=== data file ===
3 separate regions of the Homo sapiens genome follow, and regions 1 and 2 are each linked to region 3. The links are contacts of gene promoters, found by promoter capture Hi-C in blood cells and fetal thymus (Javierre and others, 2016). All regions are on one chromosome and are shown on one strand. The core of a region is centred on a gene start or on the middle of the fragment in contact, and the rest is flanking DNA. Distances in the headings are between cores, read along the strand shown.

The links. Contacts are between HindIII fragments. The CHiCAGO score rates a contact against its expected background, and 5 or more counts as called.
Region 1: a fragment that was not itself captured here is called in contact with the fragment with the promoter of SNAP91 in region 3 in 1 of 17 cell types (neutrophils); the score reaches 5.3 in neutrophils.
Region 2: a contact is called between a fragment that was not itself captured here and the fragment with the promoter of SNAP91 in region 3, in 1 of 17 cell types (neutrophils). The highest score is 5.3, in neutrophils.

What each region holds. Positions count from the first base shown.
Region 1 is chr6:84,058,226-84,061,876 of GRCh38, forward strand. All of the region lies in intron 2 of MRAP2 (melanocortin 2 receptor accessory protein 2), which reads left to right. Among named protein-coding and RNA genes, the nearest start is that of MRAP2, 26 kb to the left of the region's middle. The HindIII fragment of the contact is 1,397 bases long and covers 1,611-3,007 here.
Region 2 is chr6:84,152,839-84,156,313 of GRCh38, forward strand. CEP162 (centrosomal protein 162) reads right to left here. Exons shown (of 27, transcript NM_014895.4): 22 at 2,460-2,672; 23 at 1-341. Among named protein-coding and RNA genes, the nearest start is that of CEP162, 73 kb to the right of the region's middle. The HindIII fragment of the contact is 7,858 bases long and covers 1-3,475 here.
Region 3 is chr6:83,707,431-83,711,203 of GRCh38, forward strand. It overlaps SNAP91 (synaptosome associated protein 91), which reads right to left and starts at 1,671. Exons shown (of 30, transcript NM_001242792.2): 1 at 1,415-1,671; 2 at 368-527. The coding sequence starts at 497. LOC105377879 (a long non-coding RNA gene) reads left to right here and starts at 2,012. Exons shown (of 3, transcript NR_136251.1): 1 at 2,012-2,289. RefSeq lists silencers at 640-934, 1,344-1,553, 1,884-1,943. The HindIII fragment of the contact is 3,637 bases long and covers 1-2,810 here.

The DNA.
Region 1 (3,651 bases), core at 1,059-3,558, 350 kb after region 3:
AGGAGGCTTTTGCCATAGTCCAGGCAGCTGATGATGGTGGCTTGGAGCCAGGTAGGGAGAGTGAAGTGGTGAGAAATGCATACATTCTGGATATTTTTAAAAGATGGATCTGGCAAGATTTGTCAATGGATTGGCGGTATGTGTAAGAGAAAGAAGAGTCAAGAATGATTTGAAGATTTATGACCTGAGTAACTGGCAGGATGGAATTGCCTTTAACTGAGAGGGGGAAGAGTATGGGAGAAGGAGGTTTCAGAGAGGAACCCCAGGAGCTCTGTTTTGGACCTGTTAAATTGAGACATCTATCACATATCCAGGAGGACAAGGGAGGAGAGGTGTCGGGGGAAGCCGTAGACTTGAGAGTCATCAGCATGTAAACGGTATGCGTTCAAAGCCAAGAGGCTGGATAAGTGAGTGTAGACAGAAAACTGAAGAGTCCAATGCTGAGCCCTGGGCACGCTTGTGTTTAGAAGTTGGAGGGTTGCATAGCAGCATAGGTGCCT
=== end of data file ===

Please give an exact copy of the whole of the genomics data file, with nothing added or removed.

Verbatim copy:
3 separate regions of the Homo sapiens genome follow, and regions 1 and 2 are each linked to region 3. The links are contacts of gene promoters, found by promoter capture Hi-C in blood cells and fetal thymus (Javierre and others, 2016). All regions are on one chromosome and are shown on one strand. The core of a region is centred on a gene start or on the middle of the fragment in contact, and the rest is flanking DNA. Distances in the headings are between cores, read along the strand shown.

The links. Contacts are between HindIII fragments. The CHiCAGO score rates a contact against its expected background, and 5 or more counts as called.
Region 1: a fragment that was not itself captured here is called in contact with the fragment with the promoter of SNAP91 in region 3 in 1 of 17 cell types (neutrophils); the score reaches 5.3 in neutrophils.
Region 2: a contact is called between a fragment that was not itself captured here and the fragment with the promoter of SNAP91 in region 3, in 1 of 17 cell types (neutrophils). The highest score is 5.3, in neutrophils.

What each region holds. Positions count from the first base shown.
Region 1 is chr6:84,058,226-84,061,876 of GRCh38, forward strand. All of the region lies in intron 2 of MRAP2 (melanocortin 2 receptor accessory protein 2), which reads left to right. Among named protein-coding and RNA genes, the nearest start is that of MRAP2, 26 kb to the left of the region's middle. The HindIII fragment of the contact is 1,397 bases long and covers 1,611-3,007 here.
Region 2 is chr6:84,152,839-84,156,313 of GRCh38, forward strand. CEP162 (centrosomal protein 162) reads right to left here. Exons shown (of 27, transcript NM_014895.4): 22 at 2,460-2,672; 23 at 1-341. Among named protein-coding and RNA genes, the nearest start is that of CEP162, 73 kb to the right of the region's middle. The HindIII fragment of the contact is 7,858 bases long and covers 1-3,475 here.
Region 3 is chr6:83,707,431-83,711,203 of GRCh38, forward strand. It overlaps SNAP91 (synaptosome associated protein 91), which reads right to left and starts at 1,671. Exons shown (of 30, transcript NM_001242792.2): 1 at 1,415-1,671; 2 at 368-527. The coding sequence starts at 497. LOC105377879 (a long non-coding RNA gene) reads left to right here and starts at 2,012. Exons shown (of 3, transcript NR_136251.1): 1 at 2,012-2,289. RefSeq lists silencers at 640-934, 1,344-1,553, 1,884-1,943. The HindIII fragment of the contact is 3,637 bases long and covers 1-2,810 here.

The DNA.
Region 1 (3,651 bases), core at 1,059-3,558, 350 kb after region 3:
AGGAGGCTTTTGCCATAGTCCAGGCAGCTGATGATGGTGGCTTGGAGCCAGGTAGGGAGAGTGAAGTGGTGAGAAATGCATACATTCTGGATATTTTTAAAAGATGGATCTGGCAAGATTTGTCAATGGATTGGCGGTATGTGTAAGAGAAAGAAGAGTCAAGAATGATTTGAAGATTTATGACCTGAGTAACTGGCAGGATGGAATTGCCTTTAACTGAGAGGGGGAAGAGTATGGGAGAAGGAGGTTTCAGAGAGGAACCCCAGGAGCTCTGTTTTGGACCTGTTAAATTGAGACATCTATCACATATCCAGGAGGACAAGGGAGGAGAGGTGTCGGGGGAAGCCGTAGACTTGAGAGTCATCAGCATGTAAACGGTATGCGTTCAAAGCCAAGAGGCTGGATAAGTGAGTGTAGACAGAAAACTGAAGAGTCCAATGCTGAGCCCTGGGCACGCTTGTGTTTAGAAGTTGGAGGGTTGCATAGCAGCATAGGTGCCT